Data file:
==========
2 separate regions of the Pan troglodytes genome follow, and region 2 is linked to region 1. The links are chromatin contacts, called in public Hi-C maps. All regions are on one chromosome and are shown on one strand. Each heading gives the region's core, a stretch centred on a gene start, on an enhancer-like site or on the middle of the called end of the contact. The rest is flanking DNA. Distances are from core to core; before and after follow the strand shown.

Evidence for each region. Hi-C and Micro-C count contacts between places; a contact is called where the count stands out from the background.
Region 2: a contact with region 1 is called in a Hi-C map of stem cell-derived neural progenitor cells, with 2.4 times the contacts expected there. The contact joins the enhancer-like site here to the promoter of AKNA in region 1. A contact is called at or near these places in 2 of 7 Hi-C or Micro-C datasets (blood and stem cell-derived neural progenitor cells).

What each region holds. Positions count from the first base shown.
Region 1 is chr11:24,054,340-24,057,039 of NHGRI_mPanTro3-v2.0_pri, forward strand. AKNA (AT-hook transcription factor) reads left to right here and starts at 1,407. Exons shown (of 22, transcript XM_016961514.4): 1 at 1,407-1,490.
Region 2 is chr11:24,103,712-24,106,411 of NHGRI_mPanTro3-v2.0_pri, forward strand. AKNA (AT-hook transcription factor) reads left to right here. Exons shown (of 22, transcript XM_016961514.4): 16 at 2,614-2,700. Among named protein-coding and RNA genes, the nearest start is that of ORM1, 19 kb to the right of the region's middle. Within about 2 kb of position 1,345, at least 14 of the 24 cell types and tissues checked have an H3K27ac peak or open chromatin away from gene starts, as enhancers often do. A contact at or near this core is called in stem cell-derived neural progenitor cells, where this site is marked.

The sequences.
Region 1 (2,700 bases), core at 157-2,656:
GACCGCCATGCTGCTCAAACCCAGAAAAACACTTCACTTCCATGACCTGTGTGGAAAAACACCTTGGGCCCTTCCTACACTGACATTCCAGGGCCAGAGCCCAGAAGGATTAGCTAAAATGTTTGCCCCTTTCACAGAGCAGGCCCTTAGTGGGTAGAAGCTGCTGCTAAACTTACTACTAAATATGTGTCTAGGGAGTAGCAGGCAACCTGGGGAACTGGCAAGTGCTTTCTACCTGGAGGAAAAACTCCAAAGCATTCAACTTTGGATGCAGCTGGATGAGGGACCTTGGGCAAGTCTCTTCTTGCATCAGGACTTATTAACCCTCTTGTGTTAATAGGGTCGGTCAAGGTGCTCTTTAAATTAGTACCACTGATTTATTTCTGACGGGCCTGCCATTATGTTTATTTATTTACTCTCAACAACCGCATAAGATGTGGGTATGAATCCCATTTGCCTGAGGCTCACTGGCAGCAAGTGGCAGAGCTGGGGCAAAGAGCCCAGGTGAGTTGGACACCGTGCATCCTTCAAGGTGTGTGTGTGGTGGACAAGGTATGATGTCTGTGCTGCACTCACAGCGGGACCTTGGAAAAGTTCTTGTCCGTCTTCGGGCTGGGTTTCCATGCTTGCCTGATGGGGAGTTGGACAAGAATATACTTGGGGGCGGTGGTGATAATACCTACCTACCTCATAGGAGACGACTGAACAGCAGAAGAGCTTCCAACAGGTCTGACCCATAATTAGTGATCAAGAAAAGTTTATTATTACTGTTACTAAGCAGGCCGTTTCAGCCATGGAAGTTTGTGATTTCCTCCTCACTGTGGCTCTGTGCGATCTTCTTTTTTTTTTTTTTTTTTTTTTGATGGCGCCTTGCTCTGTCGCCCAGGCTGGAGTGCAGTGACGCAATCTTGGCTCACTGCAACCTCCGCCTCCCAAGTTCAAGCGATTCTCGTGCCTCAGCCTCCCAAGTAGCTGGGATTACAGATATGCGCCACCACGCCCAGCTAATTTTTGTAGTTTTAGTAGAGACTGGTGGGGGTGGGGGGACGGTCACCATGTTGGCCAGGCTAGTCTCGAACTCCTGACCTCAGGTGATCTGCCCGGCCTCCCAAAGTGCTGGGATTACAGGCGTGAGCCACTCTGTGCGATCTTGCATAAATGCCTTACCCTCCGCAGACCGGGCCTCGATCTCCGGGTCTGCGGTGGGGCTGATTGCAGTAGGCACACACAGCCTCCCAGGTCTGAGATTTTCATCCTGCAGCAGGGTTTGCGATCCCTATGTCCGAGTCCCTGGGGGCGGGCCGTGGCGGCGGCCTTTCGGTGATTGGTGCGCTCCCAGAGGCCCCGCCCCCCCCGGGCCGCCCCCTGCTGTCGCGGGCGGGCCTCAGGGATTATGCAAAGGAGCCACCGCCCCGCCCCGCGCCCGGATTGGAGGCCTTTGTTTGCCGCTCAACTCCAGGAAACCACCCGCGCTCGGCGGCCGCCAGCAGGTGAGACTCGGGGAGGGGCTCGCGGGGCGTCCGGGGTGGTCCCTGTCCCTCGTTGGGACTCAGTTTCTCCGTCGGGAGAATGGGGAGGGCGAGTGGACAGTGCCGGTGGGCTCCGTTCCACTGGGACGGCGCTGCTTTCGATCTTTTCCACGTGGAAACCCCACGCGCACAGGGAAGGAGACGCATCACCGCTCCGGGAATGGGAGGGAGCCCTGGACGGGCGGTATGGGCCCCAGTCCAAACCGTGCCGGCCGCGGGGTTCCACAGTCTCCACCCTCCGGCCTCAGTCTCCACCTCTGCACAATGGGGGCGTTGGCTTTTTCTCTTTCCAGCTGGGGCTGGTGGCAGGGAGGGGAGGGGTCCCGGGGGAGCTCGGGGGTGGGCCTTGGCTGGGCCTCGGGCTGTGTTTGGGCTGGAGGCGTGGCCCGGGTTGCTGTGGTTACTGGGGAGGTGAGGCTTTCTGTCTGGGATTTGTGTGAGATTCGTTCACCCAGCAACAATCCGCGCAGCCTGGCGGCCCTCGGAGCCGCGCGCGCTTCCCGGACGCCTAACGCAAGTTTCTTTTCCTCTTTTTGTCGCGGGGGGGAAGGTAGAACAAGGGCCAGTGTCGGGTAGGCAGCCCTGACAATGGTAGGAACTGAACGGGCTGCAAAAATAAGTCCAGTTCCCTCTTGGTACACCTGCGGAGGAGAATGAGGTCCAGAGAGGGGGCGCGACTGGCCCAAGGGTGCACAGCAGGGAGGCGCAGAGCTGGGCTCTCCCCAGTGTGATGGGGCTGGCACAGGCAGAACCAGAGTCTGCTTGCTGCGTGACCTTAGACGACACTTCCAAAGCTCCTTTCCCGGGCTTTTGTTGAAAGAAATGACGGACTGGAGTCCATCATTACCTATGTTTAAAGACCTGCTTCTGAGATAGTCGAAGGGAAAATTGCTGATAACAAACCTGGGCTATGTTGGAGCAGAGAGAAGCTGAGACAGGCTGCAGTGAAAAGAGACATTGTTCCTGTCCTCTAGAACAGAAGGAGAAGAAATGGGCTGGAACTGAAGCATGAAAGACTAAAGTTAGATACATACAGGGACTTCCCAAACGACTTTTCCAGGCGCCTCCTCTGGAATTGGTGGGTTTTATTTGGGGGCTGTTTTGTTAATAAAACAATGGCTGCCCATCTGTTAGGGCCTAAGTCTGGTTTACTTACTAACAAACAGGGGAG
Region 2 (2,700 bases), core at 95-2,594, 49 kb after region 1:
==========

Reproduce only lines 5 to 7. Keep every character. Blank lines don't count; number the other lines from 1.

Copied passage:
Region 1 is chr11:24,054,340-24,057,039 of NHGRI_mPanTro3-v2.0_pri, forward strand. AKNA (AT-hook transcription factor) reads left to right here and starts at 1,407. Exons shown (of 22, transcript XM_016961514.4): 1 at 1,407-1,490.
Region 2 is chr11:24,103,712-24,106,411 of NHGRI_mPanTro3-v2.0_pri, forward strand. AKNA (AT-hook transcription factor) reads left to right here. Exons shown (of 22, transcript XM_016961514.4): 16 at 2,614-2,700. Among named protein-coding and RNA genes, the nearest start is that of ORM1, 19 kb to the right of the region's middle. Within about 2 kb of position 1,345, at least 14 of the 24 cell types and tissues checked have an H3K27ac peak or open chromatin away from gene starts, as enhancers often do. A contact at or near this core is called in stem cell-derived neural progenitor cells, where this site is marked.

The sequences.